Junior's Carrot Cake Cheesecake
(Source: Junior’s Cheesecake Cookbook, Alan Rosen and Beth Allen)

For the cheesecake:
3 eight-ounce packages cream cheese, room temperature
1 1/3 cups sugar
3 tablespoons cornstarch
1 tablespoon vanilla
2 eggs
2/3 cups heavy or whipping cream

For the carrot cake layers:
2 cups all-purpose flour
2 teaspoons baking powder
2 teaspoons cinnamon
3/4 teaspoon salt
1/2 cup raisins (optional!)
boiling water
4 eggs
2 cups sugar
1 cup vegetable oil
1/4 cup cream
1 tablespoon vanilla
2 cups carrots (about 4 large), peeled and finely grated
3/4 cup apple (about 2 medium), peeled, cored, and minced
3/4 to 1 cup walnuts, finely chopped

For the cream cheese frosting:
3 eight-ounce packages cream cheese, room temperature
1 cup (2 sticks) butter, room temperature
6 cups powdered sugar, sifted
1 tablespoon vanilla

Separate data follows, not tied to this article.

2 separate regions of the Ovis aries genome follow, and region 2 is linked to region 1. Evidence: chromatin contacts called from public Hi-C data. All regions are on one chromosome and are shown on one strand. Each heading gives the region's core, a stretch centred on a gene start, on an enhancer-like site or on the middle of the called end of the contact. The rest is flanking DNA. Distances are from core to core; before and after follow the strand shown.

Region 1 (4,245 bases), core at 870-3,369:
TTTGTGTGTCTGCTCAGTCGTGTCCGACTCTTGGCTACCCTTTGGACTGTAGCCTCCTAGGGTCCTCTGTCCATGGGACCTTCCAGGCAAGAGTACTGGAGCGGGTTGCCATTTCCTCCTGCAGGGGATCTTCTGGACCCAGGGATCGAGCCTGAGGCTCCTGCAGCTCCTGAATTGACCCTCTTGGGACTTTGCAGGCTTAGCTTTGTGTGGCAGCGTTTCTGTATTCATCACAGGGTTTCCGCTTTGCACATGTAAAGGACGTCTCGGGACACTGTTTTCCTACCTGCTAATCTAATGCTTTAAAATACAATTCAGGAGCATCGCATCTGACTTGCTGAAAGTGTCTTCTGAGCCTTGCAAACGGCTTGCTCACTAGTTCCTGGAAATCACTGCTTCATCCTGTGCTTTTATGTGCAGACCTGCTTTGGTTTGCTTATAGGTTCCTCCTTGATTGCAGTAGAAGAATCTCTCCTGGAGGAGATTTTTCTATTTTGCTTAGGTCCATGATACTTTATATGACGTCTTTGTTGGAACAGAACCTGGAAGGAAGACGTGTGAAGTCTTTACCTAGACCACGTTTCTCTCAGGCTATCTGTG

1/4 cup heavy or whipping cream

Preheat the oven to 350 degrees and generously butter or spray the bottom and sides of a nine-inch springform pan. Wrap the outside of the pan with aluminum foil, both the bottom and up the sides.

In a stand mixer on low speed, blend one package of cream cheese with 1/3 cup sugar and the cornstarch until creamy, about three minutes. Blend in the remaining cream cheese, one package at a time, scraping down as needed. Increase the mixer to medium and add the remaining cup of sugar and the vanilla. Blend in the eggs, one at a time, beating well after each. Mix in the cream just until fully blended.

Gently spoon the batter into the springform pan and place it into a large shallow pan with hot water coming about an inch up the sides of the pan. Bake for about 1 1/4 hours until the edges are light golden brown and the top is golden tan. Remove from the water bath and cool in the pan for two hours. Wrap with plastic and refrigerate for about four hours until completely cold. Then freeze overnight.